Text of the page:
Political What?

This morning I read Daily Chronicle Editor Jason Schaumburg’s weekend column. He supports term limits to fix what ails our governments.

The line of reasoning goes like this:

Term limits would curtail the influence of money and lobbyists in government. They would attract the right kind of candidate to seek office. If money and greed are out of the equation, political lifers make way for public servants.

If we don’t allow candidates to stay in Washington or Springfield too long, then they can’t become puppets of the lobbyists pouring money into their coffers.

The President has a term limit, yet he’s raised more money than anyone in history, and it easily could be argued he’s somewhat beholden to the big donors.

The only way to take money out of the equation is to take money out of the equation.

But how about term limits for the unelected? Appointed administrators wield real power locally and consolidate that power over time with favors borne of generous spending limits. In DeKalb, there’s not even an expiration date on the city manager’s contract to prompt a performance evaluation and open council vote on retention.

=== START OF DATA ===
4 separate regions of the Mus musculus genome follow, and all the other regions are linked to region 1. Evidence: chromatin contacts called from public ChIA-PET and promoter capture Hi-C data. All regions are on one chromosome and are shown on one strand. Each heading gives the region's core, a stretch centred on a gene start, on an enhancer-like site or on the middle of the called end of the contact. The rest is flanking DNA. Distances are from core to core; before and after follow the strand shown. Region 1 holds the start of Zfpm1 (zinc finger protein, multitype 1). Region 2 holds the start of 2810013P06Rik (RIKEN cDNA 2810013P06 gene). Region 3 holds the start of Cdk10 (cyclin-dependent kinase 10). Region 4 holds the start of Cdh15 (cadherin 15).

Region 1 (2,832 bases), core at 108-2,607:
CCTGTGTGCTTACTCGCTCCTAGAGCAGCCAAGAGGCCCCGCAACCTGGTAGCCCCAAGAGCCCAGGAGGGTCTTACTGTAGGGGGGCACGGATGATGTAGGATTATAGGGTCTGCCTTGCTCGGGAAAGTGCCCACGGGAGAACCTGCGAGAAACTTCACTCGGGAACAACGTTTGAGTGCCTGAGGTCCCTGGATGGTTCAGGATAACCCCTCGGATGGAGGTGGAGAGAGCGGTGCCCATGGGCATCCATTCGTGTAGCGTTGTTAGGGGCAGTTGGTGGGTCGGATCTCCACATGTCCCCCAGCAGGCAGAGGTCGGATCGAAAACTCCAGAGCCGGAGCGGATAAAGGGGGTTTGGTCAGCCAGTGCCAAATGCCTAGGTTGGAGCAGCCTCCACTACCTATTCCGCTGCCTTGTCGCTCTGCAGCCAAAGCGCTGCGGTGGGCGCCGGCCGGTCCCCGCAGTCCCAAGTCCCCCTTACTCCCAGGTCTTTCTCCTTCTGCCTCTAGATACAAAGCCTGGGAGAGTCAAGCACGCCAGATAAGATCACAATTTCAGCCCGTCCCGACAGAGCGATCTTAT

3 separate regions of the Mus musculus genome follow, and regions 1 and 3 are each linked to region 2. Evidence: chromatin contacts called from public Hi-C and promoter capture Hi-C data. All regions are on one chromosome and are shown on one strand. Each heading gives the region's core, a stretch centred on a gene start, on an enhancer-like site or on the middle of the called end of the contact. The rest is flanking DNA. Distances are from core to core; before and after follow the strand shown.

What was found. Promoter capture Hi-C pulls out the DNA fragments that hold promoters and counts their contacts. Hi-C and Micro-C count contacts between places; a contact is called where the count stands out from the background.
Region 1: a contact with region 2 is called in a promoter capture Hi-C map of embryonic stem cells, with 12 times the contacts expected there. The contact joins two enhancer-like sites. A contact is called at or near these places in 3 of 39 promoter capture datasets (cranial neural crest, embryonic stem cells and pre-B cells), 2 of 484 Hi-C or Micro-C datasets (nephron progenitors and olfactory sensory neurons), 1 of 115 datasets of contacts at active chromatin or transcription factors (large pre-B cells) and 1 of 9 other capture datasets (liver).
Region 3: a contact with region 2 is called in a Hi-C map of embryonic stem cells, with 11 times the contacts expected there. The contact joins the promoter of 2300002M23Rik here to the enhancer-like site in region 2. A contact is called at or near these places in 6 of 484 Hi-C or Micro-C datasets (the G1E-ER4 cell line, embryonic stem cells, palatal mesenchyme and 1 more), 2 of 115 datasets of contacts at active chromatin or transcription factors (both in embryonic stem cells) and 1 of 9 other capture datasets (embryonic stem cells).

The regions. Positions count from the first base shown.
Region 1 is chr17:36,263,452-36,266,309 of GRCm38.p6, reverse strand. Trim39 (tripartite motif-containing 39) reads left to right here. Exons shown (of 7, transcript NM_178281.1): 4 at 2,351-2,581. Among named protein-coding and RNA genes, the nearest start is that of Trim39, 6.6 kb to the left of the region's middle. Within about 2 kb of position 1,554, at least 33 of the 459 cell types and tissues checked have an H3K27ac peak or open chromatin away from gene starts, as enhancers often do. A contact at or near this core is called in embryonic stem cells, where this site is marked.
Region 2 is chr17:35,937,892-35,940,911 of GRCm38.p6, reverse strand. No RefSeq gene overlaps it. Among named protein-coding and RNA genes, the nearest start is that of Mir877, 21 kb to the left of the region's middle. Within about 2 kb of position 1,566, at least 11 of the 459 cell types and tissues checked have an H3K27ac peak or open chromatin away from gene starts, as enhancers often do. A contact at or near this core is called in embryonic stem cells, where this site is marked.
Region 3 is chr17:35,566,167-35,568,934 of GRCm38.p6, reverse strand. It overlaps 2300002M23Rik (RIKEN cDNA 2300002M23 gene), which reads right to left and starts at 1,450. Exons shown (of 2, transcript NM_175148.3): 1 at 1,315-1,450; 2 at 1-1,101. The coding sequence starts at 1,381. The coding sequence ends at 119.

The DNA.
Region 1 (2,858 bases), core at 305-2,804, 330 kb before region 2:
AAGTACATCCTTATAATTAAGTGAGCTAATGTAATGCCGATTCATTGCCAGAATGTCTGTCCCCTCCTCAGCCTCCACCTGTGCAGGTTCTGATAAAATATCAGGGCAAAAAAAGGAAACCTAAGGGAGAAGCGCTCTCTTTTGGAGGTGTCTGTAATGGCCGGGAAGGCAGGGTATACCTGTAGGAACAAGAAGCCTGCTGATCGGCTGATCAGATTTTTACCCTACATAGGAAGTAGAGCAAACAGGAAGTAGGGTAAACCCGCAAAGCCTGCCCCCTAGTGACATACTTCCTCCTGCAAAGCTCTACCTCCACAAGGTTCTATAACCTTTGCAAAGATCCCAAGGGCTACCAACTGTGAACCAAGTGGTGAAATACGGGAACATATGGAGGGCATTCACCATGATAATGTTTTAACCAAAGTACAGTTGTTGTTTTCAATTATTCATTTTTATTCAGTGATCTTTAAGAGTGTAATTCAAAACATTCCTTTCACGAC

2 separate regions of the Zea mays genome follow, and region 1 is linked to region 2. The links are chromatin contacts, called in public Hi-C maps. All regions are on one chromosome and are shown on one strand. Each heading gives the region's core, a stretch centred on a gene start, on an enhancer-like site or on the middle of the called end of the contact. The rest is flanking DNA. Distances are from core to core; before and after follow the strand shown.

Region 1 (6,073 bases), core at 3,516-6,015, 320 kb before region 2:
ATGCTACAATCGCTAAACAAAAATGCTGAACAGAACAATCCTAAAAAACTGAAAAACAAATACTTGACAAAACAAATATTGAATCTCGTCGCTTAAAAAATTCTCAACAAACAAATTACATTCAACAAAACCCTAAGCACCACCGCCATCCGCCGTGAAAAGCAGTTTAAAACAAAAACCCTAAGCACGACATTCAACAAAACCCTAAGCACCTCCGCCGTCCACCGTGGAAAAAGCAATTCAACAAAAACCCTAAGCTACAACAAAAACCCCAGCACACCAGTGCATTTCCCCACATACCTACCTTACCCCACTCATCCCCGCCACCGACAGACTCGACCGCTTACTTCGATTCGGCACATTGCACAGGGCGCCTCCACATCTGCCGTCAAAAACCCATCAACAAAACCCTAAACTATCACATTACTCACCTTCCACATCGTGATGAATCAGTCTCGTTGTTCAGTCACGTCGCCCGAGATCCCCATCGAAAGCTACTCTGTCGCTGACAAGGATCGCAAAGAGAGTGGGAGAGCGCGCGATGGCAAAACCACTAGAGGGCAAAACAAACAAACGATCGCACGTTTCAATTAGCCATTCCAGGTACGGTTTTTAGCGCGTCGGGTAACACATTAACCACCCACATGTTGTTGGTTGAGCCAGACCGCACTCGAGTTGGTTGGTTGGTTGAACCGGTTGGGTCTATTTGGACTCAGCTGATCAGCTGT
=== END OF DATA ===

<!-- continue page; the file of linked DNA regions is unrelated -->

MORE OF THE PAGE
Lastly, there’s this at the end of the column:

Road to the White House can be found at Daily-Chronicle.com/whitehouse. On it, you’ll find stories about the presidential race, bios for the Republican candidates, Twitter feeds for the candidates, polling data and more.

If you are a political junkie, you’ll want to bookmark this website.

It bothers me — in general only, no particular reflection on Mr. Schaumburg — that if you’re interested in campaigns, politics and/or policy, you get labeled a “junkie” like there’s something deviant about you. It’s another symptom of what ails us, methinks.